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In 1966, Alexander Polikoff, a thirty-nine-year old volunteer ACLU attorney and a partner in a Chicago law firm, met three friends to discuss a pro bono case. Over lunch, they talked about the Chicago Housing Authority construction program. All the new public housing, it seemed, was going into black neighborhoods. If discrimination was prohibited in public schools, wasn't it also prohibited in public housing? And so began Gautreaux v. CHA and HUD, a case that would roll on year after year, decade after decade, carrying Polikoff and his intrepid colleagues to the nation's Supreme Court. Despite legal roadblocks and political constraints, the case would set the stage for a nationwide experiment aimed at ending the concentration - and racialization - of poverty through public housing. Inspiring and absorbing, the narrative of Gautreaux as told by its principal lawyer moves with ease through local and national civil rights history. Ultimately, this story - itself a critical, still-unfolding chapter in recent American history - urges us to take an essential step toward ending racial inequality, which Alexis de Tocqueville prophetically named America's "most formidable evil."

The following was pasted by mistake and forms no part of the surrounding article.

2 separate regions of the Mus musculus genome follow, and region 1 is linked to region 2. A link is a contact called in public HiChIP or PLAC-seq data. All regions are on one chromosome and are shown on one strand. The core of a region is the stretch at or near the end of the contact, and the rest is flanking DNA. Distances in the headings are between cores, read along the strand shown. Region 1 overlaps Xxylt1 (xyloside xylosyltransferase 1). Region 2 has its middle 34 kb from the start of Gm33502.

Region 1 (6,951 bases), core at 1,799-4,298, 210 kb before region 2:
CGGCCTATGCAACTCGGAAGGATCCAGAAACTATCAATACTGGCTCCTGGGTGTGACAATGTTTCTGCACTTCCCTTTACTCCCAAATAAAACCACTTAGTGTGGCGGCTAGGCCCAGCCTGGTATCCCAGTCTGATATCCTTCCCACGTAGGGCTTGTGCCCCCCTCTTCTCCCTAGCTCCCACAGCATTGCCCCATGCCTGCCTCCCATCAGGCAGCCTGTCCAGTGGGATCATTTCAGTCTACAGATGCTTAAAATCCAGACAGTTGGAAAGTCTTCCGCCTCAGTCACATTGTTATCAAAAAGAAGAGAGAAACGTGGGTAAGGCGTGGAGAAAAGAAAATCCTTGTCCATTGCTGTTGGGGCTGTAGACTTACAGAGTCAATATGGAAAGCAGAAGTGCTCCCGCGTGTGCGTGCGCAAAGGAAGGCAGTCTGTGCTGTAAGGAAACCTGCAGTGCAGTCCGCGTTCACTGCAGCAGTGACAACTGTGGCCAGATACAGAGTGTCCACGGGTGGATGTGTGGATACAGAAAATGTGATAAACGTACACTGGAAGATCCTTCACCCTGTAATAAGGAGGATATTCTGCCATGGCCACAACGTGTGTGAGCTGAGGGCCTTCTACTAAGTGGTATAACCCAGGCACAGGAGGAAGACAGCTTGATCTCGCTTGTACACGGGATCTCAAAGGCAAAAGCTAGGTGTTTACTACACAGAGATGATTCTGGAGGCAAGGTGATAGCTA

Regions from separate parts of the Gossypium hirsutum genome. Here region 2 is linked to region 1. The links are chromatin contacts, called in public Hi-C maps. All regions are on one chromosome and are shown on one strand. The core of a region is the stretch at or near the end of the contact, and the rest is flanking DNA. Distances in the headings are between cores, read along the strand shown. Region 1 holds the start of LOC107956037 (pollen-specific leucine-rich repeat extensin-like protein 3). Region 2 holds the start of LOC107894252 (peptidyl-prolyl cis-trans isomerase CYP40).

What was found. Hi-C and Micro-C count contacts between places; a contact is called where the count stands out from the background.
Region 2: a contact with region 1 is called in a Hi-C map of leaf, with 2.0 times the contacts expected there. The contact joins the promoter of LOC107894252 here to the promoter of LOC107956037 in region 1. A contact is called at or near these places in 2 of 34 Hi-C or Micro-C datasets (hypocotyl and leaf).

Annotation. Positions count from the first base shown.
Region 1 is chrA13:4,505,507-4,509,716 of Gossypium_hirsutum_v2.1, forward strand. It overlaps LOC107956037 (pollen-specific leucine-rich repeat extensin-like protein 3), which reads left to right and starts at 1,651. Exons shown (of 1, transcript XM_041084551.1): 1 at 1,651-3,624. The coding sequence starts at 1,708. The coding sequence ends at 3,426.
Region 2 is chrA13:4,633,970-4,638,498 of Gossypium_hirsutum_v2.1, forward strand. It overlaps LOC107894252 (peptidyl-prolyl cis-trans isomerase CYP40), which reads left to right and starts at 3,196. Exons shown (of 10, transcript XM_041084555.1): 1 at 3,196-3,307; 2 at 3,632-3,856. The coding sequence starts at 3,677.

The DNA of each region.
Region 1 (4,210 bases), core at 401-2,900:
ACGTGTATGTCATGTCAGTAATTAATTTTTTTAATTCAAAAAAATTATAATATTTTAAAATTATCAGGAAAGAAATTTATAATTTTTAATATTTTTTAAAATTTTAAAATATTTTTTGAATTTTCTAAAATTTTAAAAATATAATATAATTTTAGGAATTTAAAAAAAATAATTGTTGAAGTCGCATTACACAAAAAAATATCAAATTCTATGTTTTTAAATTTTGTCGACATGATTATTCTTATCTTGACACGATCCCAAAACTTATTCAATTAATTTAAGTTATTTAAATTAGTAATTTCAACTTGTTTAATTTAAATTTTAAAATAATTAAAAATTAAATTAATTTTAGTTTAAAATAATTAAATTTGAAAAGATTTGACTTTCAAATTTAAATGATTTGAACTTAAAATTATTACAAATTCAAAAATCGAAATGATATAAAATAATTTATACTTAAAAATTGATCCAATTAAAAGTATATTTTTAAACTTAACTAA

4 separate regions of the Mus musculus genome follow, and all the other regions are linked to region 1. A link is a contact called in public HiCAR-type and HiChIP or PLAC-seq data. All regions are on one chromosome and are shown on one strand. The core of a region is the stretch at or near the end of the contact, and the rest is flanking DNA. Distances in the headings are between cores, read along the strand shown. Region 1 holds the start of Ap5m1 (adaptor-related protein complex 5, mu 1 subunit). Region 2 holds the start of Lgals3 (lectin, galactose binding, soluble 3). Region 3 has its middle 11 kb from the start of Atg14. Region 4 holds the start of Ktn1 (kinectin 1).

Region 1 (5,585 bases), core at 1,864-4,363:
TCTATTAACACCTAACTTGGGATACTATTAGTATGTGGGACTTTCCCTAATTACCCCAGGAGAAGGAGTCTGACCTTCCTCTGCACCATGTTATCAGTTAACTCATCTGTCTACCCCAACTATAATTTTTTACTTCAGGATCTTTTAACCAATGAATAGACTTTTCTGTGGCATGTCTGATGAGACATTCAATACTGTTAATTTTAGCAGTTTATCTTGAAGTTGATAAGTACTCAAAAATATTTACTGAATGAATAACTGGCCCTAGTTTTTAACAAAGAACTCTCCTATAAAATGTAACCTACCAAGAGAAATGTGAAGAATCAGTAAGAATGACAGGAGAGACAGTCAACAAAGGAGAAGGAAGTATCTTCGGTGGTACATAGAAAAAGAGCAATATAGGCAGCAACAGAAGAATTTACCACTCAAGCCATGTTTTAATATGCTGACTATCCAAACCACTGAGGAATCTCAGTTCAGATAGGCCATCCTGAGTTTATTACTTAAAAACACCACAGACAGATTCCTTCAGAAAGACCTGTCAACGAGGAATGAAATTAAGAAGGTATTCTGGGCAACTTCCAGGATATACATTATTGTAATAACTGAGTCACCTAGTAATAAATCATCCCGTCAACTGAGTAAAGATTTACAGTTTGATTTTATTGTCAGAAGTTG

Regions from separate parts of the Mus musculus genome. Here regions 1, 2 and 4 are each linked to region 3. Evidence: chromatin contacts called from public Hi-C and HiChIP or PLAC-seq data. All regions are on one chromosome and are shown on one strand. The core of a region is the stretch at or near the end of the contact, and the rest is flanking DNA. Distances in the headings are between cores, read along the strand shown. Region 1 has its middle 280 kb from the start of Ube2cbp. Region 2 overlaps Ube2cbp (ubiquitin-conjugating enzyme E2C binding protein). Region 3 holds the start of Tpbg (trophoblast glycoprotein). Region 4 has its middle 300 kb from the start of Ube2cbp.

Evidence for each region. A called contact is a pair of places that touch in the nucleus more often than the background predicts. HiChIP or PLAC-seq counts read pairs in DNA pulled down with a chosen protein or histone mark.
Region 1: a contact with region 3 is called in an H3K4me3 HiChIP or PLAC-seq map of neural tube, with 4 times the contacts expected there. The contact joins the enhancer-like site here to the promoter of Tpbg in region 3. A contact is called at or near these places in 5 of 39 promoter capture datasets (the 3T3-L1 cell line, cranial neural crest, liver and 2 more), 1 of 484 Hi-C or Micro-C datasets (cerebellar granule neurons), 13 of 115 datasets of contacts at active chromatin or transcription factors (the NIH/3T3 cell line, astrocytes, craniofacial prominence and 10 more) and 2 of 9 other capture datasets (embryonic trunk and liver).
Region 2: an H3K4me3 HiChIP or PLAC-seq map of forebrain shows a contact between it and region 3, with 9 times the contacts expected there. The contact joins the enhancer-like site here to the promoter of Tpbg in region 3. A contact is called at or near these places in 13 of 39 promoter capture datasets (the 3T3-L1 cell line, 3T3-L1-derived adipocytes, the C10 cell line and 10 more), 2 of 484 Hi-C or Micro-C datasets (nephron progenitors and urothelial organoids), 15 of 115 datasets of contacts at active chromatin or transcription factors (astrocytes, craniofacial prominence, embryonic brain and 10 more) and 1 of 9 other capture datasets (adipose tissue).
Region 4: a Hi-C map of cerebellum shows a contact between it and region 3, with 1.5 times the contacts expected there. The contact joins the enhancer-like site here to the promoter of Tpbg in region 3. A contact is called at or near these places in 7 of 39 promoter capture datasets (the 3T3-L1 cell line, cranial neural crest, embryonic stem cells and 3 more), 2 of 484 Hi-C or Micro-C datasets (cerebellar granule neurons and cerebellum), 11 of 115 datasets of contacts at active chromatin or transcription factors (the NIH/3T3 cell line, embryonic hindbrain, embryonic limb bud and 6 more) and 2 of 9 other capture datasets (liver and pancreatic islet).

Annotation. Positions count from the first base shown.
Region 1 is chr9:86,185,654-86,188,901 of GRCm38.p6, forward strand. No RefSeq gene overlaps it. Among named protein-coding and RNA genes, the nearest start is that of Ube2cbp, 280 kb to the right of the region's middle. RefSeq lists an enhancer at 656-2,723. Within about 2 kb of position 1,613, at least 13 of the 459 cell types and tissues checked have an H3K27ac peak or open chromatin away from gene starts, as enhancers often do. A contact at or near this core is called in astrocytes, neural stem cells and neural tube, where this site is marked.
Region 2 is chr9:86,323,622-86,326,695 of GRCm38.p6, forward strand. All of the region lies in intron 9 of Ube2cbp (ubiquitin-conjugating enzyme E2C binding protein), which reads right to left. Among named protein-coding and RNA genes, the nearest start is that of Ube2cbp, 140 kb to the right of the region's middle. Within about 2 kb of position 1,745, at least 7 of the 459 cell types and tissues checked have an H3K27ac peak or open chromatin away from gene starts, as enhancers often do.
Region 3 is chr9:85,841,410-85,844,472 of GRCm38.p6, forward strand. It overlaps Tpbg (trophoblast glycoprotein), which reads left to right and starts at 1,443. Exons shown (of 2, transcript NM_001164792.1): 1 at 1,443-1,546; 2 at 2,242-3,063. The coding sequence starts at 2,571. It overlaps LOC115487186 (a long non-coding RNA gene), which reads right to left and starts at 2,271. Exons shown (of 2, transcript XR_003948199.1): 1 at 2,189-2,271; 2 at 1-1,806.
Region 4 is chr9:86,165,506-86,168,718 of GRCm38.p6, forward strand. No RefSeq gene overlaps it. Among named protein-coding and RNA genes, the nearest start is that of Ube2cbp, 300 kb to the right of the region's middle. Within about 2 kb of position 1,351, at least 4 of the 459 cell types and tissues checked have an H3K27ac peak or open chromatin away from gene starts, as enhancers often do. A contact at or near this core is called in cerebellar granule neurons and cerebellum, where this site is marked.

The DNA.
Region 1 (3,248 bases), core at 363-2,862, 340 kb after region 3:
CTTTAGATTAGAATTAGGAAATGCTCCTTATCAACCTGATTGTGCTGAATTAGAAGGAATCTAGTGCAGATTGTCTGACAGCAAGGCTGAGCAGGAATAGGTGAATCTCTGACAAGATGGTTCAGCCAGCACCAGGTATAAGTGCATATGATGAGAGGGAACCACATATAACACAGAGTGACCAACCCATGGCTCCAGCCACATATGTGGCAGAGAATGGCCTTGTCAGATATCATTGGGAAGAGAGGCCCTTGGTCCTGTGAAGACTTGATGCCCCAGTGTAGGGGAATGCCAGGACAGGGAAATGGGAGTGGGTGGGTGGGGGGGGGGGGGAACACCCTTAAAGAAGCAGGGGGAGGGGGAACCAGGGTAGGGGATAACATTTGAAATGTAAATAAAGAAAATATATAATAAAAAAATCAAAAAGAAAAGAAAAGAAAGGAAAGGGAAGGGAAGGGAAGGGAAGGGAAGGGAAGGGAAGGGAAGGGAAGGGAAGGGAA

Northwestern University Press
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